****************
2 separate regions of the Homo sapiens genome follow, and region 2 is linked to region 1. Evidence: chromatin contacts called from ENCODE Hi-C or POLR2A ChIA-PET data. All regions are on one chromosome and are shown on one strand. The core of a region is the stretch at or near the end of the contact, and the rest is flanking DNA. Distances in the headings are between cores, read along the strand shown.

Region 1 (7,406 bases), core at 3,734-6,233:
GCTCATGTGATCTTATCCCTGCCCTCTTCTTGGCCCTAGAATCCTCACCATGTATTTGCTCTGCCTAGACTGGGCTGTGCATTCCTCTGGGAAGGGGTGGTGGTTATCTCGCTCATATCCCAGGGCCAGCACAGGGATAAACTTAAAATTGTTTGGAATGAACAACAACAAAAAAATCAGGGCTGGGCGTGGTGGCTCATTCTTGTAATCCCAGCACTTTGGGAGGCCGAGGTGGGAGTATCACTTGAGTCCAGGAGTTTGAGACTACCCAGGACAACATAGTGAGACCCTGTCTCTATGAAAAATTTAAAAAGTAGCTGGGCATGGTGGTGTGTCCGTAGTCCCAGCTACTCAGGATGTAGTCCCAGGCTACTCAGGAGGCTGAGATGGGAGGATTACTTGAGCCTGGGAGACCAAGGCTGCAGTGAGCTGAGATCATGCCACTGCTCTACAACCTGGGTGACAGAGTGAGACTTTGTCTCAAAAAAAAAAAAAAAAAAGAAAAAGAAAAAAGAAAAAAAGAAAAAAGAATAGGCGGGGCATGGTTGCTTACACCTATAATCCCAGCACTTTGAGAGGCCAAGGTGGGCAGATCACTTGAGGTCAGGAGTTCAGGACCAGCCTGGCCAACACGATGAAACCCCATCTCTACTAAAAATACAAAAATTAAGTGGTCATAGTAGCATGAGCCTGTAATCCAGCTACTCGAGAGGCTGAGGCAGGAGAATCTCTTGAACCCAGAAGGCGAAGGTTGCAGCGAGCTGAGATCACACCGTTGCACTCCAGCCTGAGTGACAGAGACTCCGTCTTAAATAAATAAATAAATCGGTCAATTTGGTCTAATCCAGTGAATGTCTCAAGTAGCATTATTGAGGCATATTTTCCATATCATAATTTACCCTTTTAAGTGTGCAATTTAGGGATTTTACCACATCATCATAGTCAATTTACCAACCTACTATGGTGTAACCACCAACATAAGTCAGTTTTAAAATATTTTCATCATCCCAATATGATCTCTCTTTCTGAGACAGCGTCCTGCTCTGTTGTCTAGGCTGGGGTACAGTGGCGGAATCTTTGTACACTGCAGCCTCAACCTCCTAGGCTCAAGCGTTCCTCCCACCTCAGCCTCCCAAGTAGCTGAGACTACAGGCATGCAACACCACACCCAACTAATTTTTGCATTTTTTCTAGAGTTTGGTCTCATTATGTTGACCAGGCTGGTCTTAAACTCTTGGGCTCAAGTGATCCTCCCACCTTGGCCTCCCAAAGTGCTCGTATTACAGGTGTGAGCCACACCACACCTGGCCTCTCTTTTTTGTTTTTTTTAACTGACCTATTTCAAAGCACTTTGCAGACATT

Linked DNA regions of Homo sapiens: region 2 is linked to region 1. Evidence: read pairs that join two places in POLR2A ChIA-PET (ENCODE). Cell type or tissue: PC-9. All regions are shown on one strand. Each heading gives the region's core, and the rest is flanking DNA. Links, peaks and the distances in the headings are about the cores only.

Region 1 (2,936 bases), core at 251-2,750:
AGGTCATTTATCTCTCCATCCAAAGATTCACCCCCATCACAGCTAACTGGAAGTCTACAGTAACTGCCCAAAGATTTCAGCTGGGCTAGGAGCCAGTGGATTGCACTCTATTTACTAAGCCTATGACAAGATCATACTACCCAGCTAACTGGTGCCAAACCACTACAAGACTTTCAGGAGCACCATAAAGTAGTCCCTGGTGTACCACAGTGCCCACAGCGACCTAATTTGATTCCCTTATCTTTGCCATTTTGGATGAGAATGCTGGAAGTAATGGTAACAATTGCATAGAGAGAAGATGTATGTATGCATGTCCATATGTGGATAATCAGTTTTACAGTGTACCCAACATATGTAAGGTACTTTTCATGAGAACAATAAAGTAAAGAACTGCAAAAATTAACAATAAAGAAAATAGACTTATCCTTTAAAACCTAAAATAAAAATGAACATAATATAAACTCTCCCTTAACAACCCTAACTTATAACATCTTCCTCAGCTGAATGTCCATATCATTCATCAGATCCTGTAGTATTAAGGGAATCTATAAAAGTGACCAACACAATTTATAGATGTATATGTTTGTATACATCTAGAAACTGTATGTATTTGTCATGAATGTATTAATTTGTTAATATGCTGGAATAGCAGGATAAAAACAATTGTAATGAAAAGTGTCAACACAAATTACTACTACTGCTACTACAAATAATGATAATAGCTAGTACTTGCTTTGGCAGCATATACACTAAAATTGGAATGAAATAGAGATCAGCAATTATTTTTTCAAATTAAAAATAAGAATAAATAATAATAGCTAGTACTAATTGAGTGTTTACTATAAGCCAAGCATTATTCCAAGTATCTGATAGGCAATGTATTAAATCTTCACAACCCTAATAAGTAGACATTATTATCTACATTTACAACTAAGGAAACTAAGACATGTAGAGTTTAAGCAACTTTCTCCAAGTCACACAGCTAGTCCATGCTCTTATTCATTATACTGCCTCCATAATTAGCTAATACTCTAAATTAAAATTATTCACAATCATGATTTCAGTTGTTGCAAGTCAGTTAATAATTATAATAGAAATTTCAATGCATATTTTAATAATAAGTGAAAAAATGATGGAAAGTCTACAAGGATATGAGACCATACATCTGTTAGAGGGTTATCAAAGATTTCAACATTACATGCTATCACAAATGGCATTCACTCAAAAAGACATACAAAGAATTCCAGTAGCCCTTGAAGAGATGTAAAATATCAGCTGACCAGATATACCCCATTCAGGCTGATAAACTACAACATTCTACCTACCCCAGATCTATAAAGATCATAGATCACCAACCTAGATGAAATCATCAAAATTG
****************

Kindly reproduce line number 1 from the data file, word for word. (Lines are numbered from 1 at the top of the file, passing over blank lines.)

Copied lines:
2 separate regions of the Homo sapiens genome follow, and region 2 is linked to region 1. Evidence: chromatin contacts called from ENCODE Hi-C or POLR2A ChIA-PET data. All regions are on one chromosome and are shown on one strand. The core of a region is the stretch at or near the end of the contact, and the rest is flanking DNA. Distances in the headings are between cores, read along the strand shown.